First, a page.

“Everyone LOVES what you’ve done with our restaurant. Thank you!
– M. Liberson, founding partner.

LARK Restaurant Re-imagining

In the fall of 2016 we were asked to help with the visual concept of newly opened restaurant Lark, located at 3441 N. Halsted St. in Chicago, IL. Specifially, the client thought the restaurant wasn’t fun enough. The bar/restaurant had brought in a supply of retro board games, and has a spirited staff, but was otherwise a bit generic. Most of the decor and furnishings had come from an Irish pub, so there was a volume of unrelated framed items further diluting the space. The strongest (and primary) aesthetic were it’s turn-of-the-century style light fixtures, wallpaper, and woodwork, including the large bar. I suggested an amplification of this aesthetic with an almost Monty Python influence, and featuring avian elements to strengthen the concept of their name.  Pop-culture elements kept everything fun and pulled the board games into the overall concept.  I focused limited resources on areas that we identified as having the greatest impact on both attracting and engaging patrons. We began with the facade, followed by the interiors, the patio and lastly the menu.
Lark’s exterior had a host of issues. While the simple gray panelling was attractive, it failed to express any relevant or compelling information about what you could expect to find inside. Worse, the blank slate became covered by an onslaught of cheap postings. Their logo and signs did not reflect the more laid back and fun experience the owners were aiming for. 

Large sign faces can be expensive and changing the name or logo of a restaurant isn’t simple. Our suggestion was to add a variety of hand-painted typography elements to add character and information. Two vintage illustrated characters were added to the center of the facade and featured word bubbles with removable type for a whimsical and informative exchange that can be swapped as often as desired. The Lark bird icon sign over the entrance was rebuilt with copper finishes, chasing lights and a pointing hand, inspired by a vintage arcade device and directing curious patrons to enter. Sign faces were created to replace the bland “DRINKS & DINING” sign with a more targeted and fun description of “DELICIOUSLY ENTERTAINING”. Menus and specials now have a home in permanent outdoor frames to prevent posters from littering the windows and facade. 

Put a bird on it.  As a cost effective and relatively quick upgrade, we suggested swapping the hodgepodge of framed items taken from an Irish bar, with new artwork featuring a variety of  bird references, strengthening the existing logo and the overall concepts. Bolder and more thematic images…vintage and a bit quirky… really helped to create a more clear identity for the restaurant. Dimensional display elements enhanced these concepts.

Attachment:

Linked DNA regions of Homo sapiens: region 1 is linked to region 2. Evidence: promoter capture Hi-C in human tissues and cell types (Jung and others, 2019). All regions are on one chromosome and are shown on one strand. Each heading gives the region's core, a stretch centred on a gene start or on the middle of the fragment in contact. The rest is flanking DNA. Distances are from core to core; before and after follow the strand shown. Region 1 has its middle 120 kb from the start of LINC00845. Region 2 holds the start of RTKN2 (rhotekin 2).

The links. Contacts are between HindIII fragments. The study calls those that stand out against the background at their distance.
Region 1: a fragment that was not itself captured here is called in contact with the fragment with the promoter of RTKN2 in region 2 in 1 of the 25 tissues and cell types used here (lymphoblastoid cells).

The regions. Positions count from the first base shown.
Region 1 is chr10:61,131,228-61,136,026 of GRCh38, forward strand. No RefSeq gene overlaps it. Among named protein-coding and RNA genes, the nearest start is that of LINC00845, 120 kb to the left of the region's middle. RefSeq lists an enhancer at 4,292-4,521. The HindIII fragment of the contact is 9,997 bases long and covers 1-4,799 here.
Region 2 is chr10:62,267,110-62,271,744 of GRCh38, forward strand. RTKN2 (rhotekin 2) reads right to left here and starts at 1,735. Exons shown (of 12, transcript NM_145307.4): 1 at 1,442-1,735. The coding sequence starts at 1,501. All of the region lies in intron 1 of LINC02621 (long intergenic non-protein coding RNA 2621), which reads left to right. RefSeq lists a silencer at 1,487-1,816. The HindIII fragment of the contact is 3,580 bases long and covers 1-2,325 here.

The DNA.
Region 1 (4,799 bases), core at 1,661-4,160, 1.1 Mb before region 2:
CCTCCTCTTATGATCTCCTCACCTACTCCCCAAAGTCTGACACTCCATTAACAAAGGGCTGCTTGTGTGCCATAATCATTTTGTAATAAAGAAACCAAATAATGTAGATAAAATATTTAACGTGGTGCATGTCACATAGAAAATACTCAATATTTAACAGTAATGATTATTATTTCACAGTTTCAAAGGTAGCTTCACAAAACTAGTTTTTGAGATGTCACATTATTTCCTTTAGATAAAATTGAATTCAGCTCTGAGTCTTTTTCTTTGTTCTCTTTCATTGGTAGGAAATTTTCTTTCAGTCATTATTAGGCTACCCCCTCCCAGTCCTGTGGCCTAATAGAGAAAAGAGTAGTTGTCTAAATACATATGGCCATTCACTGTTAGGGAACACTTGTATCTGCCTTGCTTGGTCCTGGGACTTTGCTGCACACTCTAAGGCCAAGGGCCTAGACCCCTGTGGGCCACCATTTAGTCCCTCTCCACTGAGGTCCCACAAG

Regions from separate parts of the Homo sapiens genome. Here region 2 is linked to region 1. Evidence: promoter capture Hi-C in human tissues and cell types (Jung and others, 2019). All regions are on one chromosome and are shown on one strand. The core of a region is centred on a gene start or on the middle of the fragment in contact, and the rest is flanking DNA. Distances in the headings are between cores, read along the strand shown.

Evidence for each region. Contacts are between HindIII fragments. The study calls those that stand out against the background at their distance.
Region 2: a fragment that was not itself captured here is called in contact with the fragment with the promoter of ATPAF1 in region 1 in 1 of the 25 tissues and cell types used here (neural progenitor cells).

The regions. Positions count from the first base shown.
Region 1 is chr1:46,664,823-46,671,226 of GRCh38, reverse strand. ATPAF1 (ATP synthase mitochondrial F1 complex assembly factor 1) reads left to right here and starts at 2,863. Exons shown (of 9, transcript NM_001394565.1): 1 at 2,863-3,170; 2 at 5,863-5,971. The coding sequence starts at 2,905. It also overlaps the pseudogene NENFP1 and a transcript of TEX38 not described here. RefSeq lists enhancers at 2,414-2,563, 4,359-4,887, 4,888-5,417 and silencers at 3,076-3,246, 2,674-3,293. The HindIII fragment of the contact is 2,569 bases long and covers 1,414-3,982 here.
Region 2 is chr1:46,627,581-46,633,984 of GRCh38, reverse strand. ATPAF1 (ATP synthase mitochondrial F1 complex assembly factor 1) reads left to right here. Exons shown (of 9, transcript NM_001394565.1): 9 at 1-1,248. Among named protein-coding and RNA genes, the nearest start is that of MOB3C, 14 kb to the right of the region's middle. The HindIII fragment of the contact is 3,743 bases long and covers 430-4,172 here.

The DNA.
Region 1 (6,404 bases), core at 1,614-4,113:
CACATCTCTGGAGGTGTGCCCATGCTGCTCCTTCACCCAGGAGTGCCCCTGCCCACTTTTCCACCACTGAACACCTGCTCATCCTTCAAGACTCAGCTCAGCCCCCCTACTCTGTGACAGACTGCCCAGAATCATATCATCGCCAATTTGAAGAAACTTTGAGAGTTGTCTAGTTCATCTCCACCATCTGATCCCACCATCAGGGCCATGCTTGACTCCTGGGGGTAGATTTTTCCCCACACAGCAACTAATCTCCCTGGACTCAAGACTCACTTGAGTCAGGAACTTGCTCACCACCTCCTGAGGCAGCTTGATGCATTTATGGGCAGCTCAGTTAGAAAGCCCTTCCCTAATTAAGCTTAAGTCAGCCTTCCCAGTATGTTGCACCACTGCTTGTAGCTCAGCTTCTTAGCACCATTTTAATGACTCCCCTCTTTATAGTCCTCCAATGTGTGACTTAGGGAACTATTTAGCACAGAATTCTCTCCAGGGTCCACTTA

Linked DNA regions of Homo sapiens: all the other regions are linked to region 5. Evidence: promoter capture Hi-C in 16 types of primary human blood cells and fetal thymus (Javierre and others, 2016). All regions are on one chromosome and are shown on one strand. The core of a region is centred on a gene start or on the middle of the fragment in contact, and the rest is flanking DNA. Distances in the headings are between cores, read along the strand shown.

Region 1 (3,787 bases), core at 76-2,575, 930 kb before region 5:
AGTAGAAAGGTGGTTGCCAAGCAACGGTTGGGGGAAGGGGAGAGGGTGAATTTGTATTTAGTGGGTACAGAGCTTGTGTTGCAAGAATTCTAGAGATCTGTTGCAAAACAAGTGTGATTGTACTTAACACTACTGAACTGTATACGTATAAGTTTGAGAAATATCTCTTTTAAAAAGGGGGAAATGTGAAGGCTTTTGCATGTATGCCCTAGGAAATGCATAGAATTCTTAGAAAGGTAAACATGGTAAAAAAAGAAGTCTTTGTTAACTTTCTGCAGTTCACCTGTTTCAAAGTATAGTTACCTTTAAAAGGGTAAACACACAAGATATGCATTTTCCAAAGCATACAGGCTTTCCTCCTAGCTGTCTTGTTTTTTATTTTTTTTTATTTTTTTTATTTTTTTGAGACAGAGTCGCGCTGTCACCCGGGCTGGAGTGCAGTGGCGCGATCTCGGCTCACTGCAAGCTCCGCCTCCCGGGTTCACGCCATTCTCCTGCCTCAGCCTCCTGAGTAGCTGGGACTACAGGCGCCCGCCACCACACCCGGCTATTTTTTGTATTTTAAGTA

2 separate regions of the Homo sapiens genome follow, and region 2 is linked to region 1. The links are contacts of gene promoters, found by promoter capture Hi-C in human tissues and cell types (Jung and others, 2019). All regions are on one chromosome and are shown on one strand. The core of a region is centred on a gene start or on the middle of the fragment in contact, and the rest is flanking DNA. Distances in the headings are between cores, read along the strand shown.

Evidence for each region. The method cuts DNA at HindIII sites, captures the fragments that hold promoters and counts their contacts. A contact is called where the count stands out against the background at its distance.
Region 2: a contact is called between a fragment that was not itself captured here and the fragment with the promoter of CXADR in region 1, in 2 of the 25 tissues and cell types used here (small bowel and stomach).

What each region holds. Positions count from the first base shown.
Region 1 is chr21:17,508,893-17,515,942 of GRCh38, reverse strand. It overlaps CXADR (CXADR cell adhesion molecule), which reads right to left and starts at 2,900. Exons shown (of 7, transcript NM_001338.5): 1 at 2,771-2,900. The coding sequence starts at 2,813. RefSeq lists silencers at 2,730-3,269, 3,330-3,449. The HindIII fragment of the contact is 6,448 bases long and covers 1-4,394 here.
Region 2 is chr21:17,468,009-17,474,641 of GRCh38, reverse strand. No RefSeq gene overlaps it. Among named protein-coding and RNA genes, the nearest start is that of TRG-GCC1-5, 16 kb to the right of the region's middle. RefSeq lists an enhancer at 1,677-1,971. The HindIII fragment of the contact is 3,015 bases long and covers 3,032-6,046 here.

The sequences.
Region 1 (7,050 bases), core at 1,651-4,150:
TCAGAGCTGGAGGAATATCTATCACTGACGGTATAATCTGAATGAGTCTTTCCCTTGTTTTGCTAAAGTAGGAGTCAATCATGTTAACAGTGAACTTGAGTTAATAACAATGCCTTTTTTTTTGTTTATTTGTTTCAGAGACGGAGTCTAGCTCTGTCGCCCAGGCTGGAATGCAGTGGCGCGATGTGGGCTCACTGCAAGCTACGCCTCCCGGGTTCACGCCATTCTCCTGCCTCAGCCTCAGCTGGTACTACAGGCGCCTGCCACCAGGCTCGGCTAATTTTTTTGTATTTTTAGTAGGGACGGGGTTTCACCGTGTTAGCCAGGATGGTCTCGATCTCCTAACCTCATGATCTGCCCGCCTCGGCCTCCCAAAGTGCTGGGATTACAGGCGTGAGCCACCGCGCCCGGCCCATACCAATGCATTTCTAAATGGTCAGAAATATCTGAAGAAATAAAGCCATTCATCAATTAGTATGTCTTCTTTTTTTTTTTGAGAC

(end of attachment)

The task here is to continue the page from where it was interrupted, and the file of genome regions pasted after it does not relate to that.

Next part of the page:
Lark’s wood burning pizza oven is located in a side room which lacked any charm and made guests feel as though they were being sequestered to an over-flow space past the bathrooms. We changed all the room’s art to feature pizza related subjects. An installation of laser-engraved woden pizza peels and hand-painted typography on the brick wall created a space centered on the featured food. 
As a key interactive and impactful element for all patrons, the menu needed a major overhaul from both an organizational standpoint and to reinforce the updated visual concept and highlight menu features. A major offering of Lark are it’s wood-fired pizzas, which were lost in both the menu and the restaurant environment. A clipboard concept with multiple papers and sizes, though more complicated in execution, elevated the overall dining experience, food quality/value perception, and is easier for patrons to navigate the many offerings. Their pizza finally got proper billing.
A brunch menu was in the works, designed to resemble “the morning newspaper” and emphasized the pop-culture, classic “Saturday morning” experience.

Lark has the largest restaurant patio in the neighborhood, but it needed some attention. Inspiration came from vintage pleasure gardens. Maintaining a vibrant floral garden wasn’t a realistic option,  so we created a series of large fabric prints utilizing vintage floral seed packet artwork,  ensuring a colorful garden atmosphere, regardless of the current state of the plantlife.  We hung internally-illuminated vintage birdcages overhead and installed evening lighting for the prints. We also suggested the exclusive use of liquor sponsor Grey Goose umbrella’s with their more vintage appearance and bird reference.

For future enhancement of the space, we proposed a large faux-boxwood topiary installation of LARK  letters, in the planter bed along the northern wall of ivy.

In the spring of 2018, the new owners requested the creation of something for a large gray-sided wall. I suggested an idea we had made to the previous owners of a vintage style billboard to complement the seed packet art and enhance the overall concept of a vintage pleasure garden. The result was very well received.